A powerful car bomb exploded Thursday close to ruling party offices in Damascus, killing over 50 people and causing widespread destruction in the capital's deadliest attack since Syria's civil war erupted.
The bombing, blamed on "terrorists" by both the regime and its opponents, rocked the city centre and sent thick smoke scudding across the skyline, shortly before a mortar attack on a nearby military headquarters.
The attacks came as the opposition umbrella group, the National Coalition, was meeting in Cairo to discuss proposals to hold conditional talks with President Bashar al-Assad's regime.
Images of charred bodies lying next to mangled vehicles were aired on state television, which said children were among those wounded as the blast was near a school in the central district of Mazraa.
Sirens rang out and machinegun fire was heard as firemen rushed to the scene to douse the flames.
Police said the bomb exploded at 16 November Square near the ruling Baath party's head offices, and Russian news agencies reported the windows of Russia's embassy in Damascus were blown out, though none of its staff were hurt.
The Syrian Observatory for Human Rights said the blast killed 56 people, including 15 troops, and wounded more than 200, making it the deadliest bombing in Damascus since bombers first began targeting the capital about a year ago.
Previously, the deadliest explosion in Damascus was on May 10, 2012, when twin suicide bombings killed 55 people.
State media said the bombing, which left a large crater in a road, killed 53 people and wounded dozens.
There was no immediate claim of responsibility, but the official SANA news agency blamed "terrorists" -- the regime term for rebels who have been fighting to oust Assad for nearly two years.
"It is terrorism... Is that what you call Islam?" one of the wounded told Syrian television.
"Is that the freedom you want? Is that the (rebel) Free Syrian Army?" said another man, speaking at the site of the attack.
The opposition denounced as "terrorists" those behind the bombing.
"Any acts targeting civilians with murder or human rights violations are criminal acts that must be condemned, regardless of the perpetrator or the justification," the National Coalition said on Facebook.
The bombing was followed by a mortar attack on a military headquarters, state television and the Observatory reported without giving any information on casualties.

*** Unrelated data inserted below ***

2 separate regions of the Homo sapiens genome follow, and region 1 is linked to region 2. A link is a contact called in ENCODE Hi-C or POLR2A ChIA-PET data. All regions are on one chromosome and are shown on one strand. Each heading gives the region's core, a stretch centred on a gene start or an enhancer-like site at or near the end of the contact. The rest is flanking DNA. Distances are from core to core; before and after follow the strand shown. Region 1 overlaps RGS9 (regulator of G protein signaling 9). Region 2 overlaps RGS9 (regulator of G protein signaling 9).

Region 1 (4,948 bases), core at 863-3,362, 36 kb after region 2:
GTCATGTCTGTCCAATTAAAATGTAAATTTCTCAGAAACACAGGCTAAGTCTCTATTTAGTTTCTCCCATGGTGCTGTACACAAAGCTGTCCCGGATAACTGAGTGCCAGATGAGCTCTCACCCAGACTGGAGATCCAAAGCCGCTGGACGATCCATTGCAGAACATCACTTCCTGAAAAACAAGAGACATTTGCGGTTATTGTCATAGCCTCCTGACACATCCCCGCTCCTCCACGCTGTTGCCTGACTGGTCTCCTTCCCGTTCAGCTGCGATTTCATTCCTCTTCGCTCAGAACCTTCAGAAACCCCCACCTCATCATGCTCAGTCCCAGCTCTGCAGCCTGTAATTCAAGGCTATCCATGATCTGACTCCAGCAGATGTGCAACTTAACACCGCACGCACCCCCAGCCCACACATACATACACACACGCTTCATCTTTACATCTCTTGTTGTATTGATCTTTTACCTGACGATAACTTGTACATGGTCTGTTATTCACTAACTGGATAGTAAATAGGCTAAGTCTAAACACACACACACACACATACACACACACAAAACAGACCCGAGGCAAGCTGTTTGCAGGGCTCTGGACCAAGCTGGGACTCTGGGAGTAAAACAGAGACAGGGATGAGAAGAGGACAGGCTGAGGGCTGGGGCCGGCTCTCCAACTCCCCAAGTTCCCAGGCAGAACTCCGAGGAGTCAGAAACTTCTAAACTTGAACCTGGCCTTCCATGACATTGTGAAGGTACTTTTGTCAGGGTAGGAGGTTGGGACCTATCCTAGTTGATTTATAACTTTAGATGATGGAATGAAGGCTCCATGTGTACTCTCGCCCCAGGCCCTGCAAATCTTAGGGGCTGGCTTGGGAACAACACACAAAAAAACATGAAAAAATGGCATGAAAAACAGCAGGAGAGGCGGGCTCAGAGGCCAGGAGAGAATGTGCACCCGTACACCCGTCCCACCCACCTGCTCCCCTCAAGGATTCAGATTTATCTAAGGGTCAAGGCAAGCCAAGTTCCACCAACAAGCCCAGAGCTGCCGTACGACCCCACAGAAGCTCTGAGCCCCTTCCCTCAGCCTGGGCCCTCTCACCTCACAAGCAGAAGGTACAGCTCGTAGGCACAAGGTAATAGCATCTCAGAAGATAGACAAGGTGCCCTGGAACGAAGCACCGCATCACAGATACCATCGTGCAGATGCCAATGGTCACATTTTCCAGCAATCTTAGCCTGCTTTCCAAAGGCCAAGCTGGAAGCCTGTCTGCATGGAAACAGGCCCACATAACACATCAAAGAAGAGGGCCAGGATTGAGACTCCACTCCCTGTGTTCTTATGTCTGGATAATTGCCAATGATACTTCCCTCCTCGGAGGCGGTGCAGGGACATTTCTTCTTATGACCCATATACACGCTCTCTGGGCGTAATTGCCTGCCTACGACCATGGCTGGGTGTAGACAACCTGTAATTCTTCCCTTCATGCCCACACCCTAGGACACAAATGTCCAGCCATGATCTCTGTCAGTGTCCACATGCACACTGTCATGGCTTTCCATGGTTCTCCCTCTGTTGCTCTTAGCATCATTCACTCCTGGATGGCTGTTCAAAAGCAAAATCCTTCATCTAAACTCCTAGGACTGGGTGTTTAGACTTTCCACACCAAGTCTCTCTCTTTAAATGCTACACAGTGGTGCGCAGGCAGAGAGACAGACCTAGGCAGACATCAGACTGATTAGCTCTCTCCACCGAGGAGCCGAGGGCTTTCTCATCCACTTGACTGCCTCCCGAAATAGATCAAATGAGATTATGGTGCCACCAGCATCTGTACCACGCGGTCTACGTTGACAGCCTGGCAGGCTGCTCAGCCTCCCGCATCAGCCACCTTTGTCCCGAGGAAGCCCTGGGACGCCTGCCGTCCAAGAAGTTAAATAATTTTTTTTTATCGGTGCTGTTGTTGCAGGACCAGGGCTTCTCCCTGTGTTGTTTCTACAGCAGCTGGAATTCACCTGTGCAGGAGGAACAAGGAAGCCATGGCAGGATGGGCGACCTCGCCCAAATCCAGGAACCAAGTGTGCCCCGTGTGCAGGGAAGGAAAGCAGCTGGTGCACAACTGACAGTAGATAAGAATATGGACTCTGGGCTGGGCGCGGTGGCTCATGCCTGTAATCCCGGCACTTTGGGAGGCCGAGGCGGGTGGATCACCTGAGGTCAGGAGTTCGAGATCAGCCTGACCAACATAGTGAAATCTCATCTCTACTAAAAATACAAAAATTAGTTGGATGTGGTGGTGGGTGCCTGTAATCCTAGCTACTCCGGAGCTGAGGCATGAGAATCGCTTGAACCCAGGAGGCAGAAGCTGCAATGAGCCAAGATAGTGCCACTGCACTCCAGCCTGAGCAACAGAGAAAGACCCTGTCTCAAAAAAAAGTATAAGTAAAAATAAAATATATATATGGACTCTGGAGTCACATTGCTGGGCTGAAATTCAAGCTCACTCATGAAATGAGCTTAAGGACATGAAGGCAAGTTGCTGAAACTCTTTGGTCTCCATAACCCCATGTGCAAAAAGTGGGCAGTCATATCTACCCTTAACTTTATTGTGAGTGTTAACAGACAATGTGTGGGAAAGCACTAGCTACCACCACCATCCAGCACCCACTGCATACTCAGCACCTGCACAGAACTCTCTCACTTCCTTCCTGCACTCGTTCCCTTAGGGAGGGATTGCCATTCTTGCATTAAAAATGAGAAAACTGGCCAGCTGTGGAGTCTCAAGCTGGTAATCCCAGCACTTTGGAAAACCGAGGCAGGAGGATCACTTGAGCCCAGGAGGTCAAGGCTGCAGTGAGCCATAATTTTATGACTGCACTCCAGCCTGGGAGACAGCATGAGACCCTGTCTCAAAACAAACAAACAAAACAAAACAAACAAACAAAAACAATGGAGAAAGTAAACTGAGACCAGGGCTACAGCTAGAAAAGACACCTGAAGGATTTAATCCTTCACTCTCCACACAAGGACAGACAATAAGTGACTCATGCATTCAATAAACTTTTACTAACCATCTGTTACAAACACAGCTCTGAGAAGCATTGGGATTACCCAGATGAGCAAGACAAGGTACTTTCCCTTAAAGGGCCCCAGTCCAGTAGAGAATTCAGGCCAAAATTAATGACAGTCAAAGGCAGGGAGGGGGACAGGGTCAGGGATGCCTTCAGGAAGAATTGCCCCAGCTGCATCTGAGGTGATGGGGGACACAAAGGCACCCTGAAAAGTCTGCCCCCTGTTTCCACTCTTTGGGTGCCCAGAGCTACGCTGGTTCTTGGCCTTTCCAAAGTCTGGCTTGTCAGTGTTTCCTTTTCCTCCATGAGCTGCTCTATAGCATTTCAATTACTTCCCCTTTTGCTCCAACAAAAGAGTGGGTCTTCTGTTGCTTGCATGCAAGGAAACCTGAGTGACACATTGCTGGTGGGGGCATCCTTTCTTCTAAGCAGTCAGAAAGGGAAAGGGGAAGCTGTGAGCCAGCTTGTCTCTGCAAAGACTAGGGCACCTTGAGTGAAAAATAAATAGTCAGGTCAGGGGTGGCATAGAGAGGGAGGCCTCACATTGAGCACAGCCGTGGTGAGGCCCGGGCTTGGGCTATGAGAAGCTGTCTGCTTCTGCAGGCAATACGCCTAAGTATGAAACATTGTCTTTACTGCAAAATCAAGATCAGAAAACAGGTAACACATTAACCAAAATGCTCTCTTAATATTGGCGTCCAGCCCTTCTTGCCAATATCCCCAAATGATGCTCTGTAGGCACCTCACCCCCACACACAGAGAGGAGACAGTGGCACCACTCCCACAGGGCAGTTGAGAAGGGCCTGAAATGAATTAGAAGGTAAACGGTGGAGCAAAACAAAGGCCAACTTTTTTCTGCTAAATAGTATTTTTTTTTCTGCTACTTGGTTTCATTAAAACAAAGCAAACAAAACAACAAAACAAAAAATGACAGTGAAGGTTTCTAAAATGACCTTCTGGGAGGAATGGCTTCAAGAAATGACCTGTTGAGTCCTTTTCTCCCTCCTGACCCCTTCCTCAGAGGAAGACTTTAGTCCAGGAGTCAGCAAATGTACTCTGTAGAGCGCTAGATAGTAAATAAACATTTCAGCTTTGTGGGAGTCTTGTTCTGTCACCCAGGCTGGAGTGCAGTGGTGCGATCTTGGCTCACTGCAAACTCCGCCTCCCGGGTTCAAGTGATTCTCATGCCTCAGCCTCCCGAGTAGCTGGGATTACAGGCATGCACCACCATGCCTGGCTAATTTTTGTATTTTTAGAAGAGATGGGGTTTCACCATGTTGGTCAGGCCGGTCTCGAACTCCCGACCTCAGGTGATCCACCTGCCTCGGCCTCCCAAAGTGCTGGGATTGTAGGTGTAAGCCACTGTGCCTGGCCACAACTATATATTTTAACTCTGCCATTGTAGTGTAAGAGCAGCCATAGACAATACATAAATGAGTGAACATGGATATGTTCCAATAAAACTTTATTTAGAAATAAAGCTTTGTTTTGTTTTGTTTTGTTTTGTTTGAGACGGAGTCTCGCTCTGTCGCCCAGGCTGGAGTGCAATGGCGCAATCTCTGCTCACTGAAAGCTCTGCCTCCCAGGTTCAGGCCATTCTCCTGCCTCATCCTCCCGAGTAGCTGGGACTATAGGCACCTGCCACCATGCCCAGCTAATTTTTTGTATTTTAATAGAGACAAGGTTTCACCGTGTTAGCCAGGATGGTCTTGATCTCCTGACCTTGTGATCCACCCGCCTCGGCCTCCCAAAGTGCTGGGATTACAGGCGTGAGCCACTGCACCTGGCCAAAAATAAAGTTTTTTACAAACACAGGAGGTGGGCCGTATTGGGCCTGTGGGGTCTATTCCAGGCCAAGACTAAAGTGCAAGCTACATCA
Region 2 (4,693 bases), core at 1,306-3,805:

The Observatory also said two other car bombs exploded next to security posts in the north Damascus district of Barzeh, killing five soldiers among eight people.
The attacks come two days after two mortar shells exploded near Tishreen presidential palace in Damascus, increasingly targeted in the past year by suicide bombings, some claimed by the jihadist Al-Nusra Front.
They added urgency to the National Coalition meeting in Cairo, where discussions were centered on an offer by the opposition group's chief to hold direct talks with the regime.
"The agenda is long and among the issues to be discussed is the initiative of Ahmed Moaz al-Khatib," delegate Khaled Nasser told AFP.
Coalition chief Khatib has offered to talk to regime officials without "blood on their hands" -- an initiative welcomed by the Arab League and the United States as well as Assad allies Iran and Russia.
But the Syrian National Council, a key part of the Coalition, has rejected any talks until Assad quits, and the regime says it will only negotiate without pre-conditions.
UN-Arab League peace envoy Lakhdar Brahimi, who on Wednesday extended his mission by six months, has urged support for the plan, saying talks would "be a start to exiting the dark tunnel".
The UN says at least 70,000 people have been killed in the conflict, and the violence frequently spills across Syria's borders, spiking already-simmering regional tensions.
On Wednesday, the rebel Free Syrian Army threatened to hit back at Hezbollah, the powerful Lebanese militant group that backs Assad, unless it stops shelling FSA-held territory from across the border.
General Selim Idriss, the FSA chief of staff, told AFP the rebels were giving Hezbollah a 48-hour deadline to stop the attacks and "as soon as the ultimatum ends, we will start responding to the sources of fire".